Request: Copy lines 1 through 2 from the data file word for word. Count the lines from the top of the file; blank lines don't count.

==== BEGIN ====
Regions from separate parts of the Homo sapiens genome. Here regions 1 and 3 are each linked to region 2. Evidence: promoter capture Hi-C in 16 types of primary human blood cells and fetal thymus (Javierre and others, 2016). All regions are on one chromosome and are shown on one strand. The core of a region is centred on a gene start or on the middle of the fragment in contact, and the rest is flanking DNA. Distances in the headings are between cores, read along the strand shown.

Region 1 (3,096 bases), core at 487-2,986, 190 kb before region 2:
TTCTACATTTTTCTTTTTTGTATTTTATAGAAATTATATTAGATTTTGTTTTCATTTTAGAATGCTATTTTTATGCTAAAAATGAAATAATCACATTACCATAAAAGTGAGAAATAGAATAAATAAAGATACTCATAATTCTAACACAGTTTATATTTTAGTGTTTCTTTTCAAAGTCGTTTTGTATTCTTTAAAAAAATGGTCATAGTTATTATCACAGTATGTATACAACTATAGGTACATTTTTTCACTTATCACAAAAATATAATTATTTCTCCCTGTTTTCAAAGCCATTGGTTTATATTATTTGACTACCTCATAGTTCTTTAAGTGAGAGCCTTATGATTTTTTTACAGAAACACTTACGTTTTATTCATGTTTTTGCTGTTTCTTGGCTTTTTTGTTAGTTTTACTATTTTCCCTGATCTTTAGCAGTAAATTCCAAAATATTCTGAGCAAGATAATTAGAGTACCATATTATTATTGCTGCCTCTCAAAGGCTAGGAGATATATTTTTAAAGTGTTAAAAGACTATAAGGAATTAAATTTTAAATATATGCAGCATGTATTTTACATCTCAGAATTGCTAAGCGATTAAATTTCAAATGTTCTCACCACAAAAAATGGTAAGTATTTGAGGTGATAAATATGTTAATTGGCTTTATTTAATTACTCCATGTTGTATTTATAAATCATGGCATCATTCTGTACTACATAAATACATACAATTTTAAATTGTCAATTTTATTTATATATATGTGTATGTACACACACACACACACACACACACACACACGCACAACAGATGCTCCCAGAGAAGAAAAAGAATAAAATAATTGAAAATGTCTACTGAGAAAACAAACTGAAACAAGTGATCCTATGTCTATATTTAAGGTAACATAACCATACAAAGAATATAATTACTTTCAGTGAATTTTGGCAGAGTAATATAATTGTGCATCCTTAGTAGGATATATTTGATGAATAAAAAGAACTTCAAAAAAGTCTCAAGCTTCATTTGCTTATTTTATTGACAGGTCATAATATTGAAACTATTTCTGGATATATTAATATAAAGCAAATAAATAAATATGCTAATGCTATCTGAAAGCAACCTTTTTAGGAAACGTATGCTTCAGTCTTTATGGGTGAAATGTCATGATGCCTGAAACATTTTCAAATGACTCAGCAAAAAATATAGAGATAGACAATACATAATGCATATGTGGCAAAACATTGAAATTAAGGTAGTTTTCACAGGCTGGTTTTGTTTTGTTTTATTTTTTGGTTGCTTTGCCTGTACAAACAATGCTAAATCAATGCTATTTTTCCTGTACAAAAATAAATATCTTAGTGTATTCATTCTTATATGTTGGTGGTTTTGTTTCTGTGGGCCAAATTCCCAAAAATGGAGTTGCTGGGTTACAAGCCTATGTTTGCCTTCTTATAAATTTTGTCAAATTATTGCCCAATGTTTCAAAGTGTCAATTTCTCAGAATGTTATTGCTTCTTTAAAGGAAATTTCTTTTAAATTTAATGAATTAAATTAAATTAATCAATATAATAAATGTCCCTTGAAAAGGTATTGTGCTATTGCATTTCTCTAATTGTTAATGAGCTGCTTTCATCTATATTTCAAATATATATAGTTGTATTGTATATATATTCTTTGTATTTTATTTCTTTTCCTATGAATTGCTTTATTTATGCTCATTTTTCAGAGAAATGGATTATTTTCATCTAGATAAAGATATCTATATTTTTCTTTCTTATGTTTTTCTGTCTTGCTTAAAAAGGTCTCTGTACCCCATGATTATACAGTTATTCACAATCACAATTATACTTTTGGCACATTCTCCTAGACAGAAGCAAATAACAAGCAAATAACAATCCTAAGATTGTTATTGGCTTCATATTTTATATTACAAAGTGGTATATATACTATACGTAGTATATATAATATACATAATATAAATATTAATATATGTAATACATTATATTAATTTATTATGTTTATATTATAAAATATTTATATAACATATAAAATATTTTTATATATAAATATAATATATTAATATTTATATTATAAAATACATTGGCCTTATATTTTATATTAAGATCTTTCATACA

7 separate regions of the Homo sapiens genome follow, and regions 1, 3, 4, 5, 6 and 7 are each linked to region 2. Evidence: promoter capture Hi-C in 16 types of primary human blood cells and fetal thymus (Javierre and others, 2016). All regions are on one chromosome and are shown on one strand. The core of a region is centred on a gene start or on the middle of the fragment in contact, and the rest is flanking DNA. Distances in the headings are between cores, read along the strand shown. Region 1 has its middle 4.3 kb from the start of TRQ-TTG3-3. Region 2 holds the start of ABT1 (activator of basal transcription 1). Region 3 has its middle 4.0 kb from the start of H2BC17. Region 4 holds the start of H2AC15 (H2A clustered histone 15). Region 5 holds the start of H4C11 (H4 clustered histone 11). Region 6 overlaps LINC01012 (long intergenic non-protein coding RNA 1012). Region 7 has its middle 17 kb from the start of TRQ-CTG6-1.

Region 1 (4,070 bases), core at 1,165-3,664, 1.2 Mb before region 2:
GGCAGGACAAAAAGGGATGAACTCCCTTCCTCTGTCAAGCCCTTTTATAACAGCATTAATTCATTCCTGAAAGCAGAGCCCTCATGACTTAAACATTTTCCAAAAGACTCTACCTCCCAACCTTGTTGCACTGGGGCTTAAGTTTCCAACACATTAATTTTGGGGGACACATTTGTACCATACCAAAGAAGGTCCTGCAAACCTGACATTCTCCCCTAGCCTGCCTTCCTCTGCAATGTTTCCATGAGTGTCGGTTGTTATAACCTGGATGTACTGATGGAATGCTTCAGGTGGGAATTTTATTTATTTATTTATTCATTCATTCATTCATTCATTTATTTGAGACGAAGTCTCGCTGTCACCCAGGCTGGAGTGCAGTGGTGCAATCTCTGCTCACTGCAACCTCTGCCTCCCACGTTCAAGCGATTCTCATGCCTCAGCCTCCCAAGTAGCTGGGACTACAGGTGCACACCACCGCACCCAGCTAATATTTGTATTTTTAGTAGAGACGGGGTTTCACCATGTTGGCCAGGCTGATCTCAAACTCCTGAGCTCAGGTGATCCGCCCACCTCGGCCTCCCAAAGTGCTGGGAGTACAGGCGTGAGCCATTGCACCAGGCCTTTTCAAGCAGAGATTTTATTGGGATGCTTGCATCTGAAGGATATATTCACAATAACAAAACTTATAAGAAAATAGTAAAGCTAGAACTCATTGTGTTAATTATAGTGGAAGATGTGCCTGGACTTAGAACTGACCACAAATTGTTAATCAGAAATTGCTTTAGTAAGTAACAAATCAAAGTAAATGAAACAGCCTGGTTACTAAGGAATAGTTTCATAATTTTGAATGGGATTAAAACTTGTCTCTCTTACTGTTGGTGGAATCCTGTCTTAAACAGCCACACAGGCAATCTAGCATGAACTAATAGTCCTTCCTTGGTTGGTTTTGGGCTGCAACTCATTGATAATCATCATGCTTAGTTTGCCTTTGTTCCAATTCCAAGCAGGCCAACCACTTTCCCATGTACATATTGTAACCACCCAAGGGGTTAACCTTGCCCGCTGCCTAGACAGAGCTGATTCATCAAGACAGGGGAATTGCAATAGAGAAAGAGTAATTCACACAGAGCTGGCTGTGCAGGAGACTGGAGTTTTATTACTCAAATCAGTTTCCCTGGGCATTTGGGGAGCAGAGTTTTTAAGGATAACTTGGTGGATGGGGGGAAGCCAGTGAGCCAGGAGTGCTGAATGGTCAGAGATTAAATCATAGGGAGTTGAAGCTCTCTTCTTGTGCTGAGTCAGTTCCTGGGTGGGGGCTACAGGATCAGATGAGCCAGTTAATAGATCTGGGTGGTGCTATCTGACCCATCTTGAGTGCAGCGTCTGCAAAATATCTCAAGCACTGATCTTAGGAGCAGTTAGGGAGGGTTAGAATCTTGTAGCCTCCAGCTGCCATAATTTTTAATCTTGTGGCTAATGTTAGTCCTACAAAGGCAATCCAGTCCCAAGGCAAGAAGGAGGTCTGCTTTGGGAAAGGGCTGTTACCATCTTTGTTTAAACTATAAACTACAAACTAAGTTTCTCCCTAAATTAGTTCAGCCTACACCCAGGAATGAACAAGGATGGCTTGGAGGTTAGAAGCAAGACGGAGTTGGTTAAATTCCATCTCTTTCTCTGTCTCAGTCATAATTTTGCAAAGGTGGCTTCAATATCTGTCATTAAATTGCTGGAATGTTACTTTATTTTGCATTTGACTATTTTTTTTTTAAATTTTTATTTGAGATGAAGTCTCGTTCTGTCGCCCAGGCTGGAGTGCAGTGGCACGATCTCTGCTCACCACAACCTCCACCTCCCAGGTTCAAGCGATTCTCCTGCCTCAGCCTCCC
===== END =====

Regions from separate parts of the Homo sapiens genome. Here regions 1 and 3 are each linked to region 2. Evidence: promoter capture Hi-C in 16 types of primary human blood cells and fetal thymus (Javierre and others, 2016). All regions are on one chromosome and are shown on one strand. The core of a region is centred on a gene start or on the middle of the fragment in contact, and the rest is flanking DNA. Distances in the headings are between cores, read along the strand shown.

Region 1 (3,096 bases), core at 487-2,986, 190 kb before region 2: